How do we think about sleep in the 21st century? Russell Foster, a circadian neuroscientist, says we treat sleep as the enemy, like an illness, and I completely agree with him.
For some odd reason, society has pushed this idea that success, wealth, and productivity are only possible when you spend more hours of the day working towards these things, and that sleep is a waste of time because we can’t check anything off our “to-do” lists while we are asleep. This is incredibly sad and backwards, because our brains NEED sleep! Sleep isn’t a luxury or a way of showing laziness, because our brains physically require sleep to function. (There is a reason why we all complain about being “so tired” and it’s not because we need more coffee…)
Foster outlines 2 popular theories related to the necessity of sleep:
Restoration is the idea that we need sleep in order to restore the hormones and other necessities our brain provides us during the day. Some genes are actually only turned on during sleep and these genes are specifically made for restoration purposes, thus showing that sleep is vital for restoring ourselves.
This makes sense, but Foster is most fond of the brain function theory:
At time 7:00 minutes in the talk, he describes important parts of this theory in that the ability to learn and totally absorb a task is “smashed” by sleep deprivation because memory consolidation is finalized only during sleep. Even more interesting, is the idea that our ability to come up with novel solutions to complex problems is increased 3x by sleep because neural connections in the brain are linked and strengthened during sleep.
Furthermore, Russell explains the excitement surrounding the new discoveries with neuroscience and sleep. He has been a part of recent studies that prove an undeniable connection between lack of sleep (and sleep disorders) and mental illness. These new discoveries will hopefully push doctors and scientists to view sleep as an area to focus on in order to prevent and cure mental illnesses in patients everywhere.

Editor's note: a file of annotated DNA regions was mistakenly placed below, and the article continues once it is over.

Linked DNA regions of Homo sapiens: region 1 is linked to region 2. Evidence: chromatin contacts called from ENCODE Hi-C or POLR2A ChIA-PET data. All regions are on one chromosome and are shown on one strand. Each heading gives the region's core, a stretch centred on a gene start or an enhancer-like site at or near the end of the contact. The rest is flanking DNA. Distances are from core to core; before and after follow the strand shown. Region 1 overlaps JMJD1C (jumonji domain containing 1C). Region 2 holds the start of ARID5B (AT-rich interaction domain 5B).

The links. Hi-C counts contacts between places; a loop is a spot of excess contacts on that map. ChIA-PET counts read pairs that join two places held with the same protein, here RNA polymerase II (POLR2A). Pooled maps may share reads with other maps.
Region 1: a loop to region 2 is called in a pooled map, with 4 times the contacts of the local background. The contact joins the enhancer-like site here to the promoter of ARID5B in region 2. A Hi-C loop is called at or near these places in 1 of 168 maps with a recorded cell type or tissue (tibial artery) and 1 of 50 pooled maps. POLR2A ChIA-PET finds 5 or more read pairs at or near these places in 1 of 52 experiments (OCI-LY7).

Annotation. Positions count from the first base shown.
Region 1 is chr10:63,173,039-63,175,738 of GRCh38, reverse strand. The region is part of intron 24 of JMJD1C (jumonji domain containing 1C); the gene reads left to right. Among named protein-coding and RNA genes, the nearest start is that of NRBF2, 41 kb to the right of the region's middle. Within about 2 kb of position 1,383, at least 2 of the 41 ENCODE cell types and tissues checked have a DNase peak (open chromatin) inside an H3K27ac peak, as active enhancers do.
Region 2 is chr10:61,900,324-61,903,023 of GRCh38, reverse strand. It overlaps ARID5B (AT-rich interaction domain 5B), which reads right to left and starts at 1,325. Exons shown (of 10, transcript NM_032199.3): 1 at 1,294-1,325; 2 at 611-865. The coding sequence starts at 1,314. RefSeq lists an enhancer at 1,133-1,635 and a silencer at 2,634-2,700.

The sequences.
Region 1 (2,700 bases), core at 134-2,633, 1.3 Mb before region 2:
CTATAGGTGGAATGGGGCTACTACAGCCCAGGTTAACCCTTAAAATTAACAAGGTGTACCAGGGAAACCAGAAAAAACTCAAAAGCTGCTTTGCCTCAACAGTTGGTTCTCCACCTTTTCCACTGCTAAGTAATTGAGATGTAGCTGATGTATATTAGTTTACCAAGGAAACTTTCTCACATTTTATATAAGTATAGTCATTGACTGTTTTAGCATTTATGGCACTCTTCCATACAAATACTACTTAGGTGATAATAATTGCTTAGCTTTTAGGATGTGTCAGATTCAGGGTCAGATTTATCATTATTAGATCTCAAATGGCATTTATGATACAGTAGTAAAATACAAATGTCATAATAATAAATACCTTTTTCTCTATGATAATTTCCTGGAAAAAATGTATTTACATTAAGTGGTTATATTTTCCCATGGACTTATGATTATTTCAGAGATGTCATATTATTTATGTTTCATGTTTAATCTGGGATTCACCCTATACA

He states that it is clear we sleep for multiple different functions and reasons, but the critical thing to realize is that if you don’t sleep, you aren’t reaching your full potential. Obviously, multiple sectors of society are sleep deprived (definitely teenagers and college students) and it is a travesty that society and organizations don’t promote the importance of sleep more.
The year before I went to boarding school, my school installed a policy to push all classes back to start so that students could potentially get one more hour of sleep a night. After analyzing the results,
Dr. Maas (a Psychology Professor at Cornell University) gave a summary of the results:
“Grades rose to a record winter-term high. Athletic records improved. Seventeen percent more hot breakfasts were consumed. Teachers reported that students showed increased alertness, readiness to engage, and better mood in morning classes. Visits to the health center were also down 20 percent in a year when other schools reported substantial increases in the flu and colds.” (NY Times Article).
This study and Foster’s points pose an interesting topic for society to ponder and discuss… Would overall crime rates decrease and health of our nation increase if people felt sleep was crucial to success? Have we deprived ourselves of sleep because we all think staying up later and waking up earlier will put us that much further ahead overall in life? Or are we all just procrastinators that love the thrill of staying up late?
(Of course I am finishing writing circa 12:15 am… and the irony is really getting to me…)